This Is How You Should Authenticate Your Users

Source: auth0.com
Source: auth0.com

Authentication is very essential to a digital app. Nowadays, there are so many tools that help developers build an authentication web service. One of them is Oauth 2.0 or open authentication.

You probably have seen it somewhere. With Oauth 2.0, users can log in to your app using external authentication providers such as Google, Facebook, Twitter, etc. Personally, I think Oauth 2.0 should be the norm. In most use cases, creating our own authentication system and storing users’ credentials in our own database is just too much of a hassle compared to letting Google or Facebook authenticate our users. Of course my theory has exceptions, for example a mobile banking app where storing and processing their users credentials is heavily regulated.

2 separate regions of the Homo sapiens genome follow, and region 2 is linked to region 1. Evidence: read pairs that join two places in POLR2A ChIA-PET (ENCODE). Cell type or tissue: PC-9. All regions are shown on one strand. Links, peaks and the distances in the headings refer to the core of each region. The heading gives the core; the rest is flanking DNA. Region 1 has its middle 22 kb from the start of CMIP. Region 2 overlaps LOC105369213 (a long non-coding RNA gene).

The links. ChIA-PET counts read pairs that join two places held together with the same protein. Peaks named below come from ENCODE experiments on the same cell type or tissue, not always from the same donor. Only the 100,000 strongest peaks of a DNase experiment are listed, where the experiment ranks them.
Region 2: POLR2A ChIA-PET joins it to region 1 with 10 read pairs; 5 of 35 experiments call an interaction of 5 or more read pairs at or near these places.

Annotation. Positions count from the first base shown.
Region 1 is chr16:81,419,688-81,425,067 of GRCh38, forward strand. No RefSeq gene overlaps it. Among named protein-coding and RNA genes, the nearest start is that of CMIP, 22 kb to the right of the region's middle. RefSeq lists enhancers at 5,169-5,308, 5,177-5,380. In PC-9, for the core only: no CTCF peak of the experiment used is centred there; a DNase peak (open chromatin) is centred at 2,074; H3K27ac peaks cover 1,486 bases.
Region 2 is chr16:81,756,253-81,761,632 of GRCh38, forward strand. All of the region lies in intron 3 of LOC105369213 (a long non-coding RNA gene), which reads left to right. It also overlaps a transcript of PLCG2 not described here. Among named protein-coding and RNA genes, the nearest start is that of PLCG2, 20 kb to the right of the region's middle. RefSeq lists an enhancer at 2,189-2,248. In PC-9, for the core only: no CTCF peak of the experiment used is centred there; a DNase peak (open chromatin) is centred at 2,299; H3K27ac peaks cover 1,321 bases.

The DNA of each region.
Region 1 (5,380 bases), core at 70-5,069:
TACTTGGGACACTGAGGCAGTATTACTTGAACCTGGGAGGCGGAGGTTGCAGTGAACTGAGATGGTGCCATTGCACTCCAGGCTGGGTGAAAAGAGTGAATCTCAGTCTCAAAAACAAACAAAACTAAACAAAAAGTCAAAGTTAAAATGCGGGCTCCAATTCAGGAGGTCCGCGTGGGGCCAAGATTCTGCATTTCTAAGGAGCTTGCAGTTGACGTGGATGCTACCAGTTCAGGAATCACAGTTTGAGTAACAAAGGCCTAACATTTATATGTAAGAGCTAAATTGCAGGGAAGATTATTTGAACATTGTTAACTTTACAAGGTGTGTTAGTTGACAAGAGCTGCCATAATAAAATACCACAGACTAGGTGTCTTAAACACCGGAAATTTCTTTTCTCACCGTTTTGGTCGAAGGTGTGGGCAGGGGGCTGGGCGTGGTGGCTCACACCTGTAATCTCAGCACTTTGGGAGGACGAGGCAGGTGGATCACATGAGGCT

I had not found any article that covers thoroughly about how to make an authentication web service and authorisation middleware using Go, Oauth 2.0, and JWT with a working database. Thus, I made one.

In this article, I show how I make an authentication web server using Golang featuring Google Oauth and JWT.

To understand my code better please take a look at this sequential diagram for the authentication process:

A sequential diagram of my authentication service
A sequential diagram of my authentication service
A sequential diagram of my authentication service

From a user perspective, I find it frustrating when I have to create a new account to login to an app where they surely can utilize the Oauth 2.0.

Even when they enable Oauth 2.0, via Google for example, why are there two options: Log in via Google and Sign up via Google. That’s redundant. Why don’t they let Google authenticate me, and then they get my email, after that they check in their database whether I have registered or not.

So, for your next authentication service you can check my code for a reference.

Go developer.